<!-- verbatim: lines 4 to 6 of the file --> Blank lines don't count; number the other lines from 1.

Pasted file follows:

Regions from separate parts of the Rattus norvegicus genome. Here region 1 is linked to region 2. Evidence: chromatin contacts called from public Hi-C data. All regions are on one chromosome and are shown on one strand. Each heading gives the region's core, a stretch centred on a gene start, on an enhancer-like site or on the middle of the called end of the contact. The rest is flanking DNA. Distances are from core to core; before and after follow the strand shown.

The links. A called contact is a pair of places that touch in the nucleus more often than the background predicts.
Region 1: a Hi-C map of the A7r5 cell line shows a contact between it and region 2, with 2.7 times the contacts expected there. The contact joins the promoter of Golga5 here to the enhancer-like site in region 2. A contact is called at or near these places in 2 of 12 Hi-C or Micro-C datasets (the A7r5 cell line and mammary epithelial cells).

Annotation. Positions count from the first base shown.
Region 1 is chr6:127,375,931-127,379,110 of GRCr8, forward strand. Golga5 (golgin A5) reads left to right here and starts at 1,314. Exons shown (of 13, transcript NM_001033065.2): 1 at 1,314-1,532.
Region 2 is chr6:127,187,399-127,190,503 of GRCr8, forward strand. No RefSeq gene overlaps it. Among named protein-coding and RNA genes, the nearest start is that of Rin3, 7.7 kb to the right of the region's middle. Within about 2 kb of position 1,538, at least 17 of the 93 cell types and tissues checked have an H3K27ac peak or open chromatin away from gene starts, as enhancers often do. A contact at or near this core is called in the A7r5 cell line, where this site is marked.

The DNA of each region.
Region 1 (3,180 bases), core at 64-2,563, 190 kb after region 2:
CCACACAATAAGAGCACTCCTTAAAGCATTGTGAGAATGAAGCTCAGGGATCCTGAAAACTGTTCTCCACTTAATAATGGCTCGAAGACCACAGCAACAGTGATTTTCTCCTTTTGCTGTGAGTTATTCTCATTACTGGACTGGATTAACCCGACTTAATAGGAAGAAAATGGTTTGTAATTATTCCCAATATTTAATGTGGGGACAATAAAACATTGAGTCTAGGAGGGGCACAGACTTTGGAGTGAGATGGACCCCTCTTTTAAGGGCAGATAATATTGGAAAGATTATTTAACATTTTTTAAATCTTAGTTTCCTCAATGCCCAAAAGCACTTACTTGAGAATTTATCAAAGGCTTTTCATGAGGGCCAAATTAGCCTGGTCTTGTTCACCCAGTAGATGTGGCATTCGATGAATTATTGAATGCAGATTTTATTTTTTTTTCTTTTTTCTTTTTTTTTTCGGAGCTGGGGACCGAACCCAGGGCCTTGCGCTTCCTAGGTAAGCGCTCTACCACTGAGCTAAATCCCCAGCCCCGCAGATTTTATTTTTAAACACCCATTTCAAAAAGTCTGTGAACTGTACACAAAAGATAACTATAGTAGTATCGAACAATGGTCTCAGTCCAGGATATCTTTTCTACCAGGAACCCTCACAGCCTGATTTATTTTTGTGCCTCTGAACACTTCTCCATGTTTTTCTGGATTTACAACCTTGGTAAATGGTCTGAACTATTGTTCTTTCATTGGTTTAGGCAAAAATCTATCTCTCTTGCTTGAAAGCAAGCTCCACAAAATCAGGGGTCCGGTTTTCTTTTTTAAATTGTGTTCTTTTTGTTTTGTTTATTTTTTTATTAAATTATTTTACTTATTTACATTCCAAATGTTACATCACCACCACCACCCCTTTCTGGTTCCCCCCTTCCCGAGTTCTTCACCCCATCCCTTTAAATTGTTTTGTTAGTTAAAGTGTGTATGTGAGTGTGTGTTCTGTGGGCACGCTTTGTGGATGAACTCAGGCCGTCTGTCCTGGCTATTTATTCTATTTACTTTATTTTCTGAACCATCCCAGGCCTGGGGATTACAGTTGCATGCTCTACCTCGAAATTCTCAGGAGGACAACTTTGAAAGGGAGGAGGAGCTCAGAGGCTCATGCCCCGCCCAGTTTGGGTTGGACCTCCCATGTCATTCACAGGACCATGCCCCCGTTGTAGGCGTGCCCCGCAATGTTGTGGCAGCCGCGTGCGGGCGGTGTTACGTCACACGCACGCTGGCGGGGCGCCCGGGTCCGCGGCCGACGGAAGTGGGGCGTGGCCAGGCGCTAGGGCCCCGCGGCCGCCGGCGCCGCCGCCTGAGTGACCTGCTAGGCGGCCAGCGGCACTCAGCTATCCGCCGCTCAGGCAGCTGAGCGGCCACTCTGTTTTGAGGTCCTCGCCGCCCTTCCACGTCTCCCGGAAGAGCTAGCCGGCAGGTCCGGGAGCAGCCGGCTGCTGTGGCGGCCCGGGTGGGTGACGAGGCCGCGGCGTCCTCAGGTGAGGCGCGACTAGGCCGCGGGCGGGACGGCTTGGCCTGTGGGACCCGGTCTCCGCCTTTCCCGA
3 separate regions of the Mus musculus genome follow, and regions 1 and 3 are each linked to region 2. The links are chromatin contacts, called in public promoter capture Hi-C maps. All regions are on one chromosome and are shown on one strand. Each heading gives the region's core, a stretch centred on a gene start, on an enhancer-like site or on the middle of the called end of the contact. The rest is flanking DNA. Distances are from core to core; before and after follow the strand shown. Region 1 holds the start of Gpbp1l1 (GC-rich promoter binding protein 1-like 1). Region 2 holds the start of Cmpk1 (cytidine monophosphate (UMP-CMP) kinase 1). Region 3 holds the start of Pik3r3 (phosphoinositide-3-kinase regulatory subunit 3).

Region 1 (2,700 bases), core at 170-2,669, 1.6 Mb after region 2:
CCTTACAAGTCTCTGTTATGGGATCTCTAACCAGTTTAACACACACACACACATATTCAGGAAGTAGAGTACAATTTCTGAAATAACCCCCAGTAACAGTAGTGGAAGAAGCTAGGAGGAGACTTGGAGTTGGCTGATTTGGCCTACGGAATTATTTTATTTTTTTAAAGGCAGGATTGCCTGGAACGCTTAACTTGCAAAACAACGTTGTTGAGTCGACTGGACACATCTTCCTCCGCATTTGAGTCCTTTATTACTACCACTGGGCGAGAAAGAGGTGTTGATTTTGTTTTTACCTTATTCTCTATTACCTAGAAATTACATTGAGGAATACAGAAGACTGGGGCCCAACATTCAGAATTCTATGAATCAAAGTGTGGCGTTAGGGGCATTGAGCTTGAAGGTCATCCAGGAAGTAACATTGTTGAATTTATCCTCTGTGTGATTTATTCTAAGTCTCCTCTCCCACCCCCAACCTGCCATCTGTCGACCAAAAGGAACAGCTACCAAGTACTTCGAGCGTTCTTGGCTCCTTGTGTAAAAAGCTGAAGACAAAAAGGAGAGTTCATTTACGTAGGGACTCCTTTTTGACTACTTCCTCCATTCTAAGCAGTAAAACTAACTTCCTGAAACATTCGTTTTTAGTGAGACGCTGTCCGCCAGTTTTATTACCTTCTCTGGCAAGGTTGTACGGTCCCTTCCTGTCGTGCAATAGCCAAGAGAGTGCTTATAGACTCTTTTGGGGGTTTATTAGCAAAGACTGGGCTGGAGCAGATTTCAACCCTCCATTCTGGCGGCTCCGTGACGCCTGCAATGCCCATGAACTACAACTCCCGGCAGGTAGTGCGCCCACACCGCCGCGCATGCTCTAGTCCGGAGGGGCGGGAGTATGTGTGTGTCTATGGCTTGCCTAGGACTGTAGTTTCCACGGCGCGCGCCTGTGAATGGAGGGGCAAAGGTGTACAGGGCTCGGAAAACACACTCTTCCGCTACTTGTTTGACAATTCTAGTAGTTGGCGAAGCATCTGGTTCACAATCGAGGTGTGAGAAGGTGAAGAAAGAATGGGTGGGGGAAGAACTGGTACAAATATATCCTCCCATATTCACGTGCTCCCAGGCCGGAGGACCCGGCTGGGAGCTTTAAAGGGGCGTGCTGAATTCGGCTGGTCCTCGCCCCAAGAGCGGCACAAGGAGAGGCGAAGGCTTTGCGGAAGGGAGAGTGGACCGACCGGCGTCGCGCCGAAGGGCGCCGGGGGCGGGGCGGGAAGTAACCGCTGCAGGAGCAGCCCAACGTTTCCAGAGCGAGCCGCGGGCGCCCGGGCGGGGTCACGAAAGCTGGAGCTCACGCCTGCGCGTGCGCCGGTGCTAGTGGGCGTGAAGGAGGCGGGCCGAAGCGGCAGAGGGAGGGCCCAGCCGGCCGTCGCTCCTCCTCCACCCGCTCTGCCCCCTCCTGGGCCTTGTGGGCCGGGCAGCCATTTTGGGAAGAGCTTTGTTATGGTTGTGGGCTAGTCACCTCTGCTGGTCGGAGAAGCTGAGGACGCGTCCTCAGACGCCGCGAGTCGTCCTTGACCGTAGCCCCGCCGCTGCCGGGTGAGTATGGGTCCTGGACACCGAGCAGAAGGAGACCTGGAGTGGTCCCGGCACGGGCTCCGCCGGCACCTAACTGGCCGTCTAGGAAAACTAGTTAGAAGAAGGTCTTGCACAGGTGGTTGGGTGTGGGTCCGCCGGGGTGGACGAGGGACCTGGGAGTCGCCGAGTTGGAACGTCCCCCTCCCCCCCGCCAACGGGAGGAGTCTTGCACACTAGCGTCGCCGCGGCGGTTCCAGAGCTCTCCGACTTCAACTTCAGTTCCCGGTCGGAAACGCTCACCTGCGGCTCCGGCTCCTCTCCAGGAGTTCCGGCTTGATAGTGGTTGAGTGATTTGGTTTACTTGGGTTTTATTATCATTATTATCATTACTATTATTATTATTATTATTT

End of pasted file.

Annotation. Positions count from the first base shown.
Region 1 is chr6:127,375,931-127,379,110 of GRCr8, forward strand. Golga5 (golgin A5) reads left to right here and starts at 1,314. Exons shown (of 13, transcript NM_001033065.2): 1 at 1,314-1,532.
Region 2 is chr6:127,187,399-127,190,503 of GRCr8, forward strand. No RefSeq gene overlaps it. Among named protein-coding and RNA genes, the nearest start is that of Rin3, 7.7 kb to the right of the region's middle. Within about 2 kb of position 1,538, at least 17 of the 93 cell types and tissues checked have an H3K27ac peak or open chromatin away from gene starts, as enhancers often do. A contact at or near this core is called in the A7r5 cell line, where this site is marked.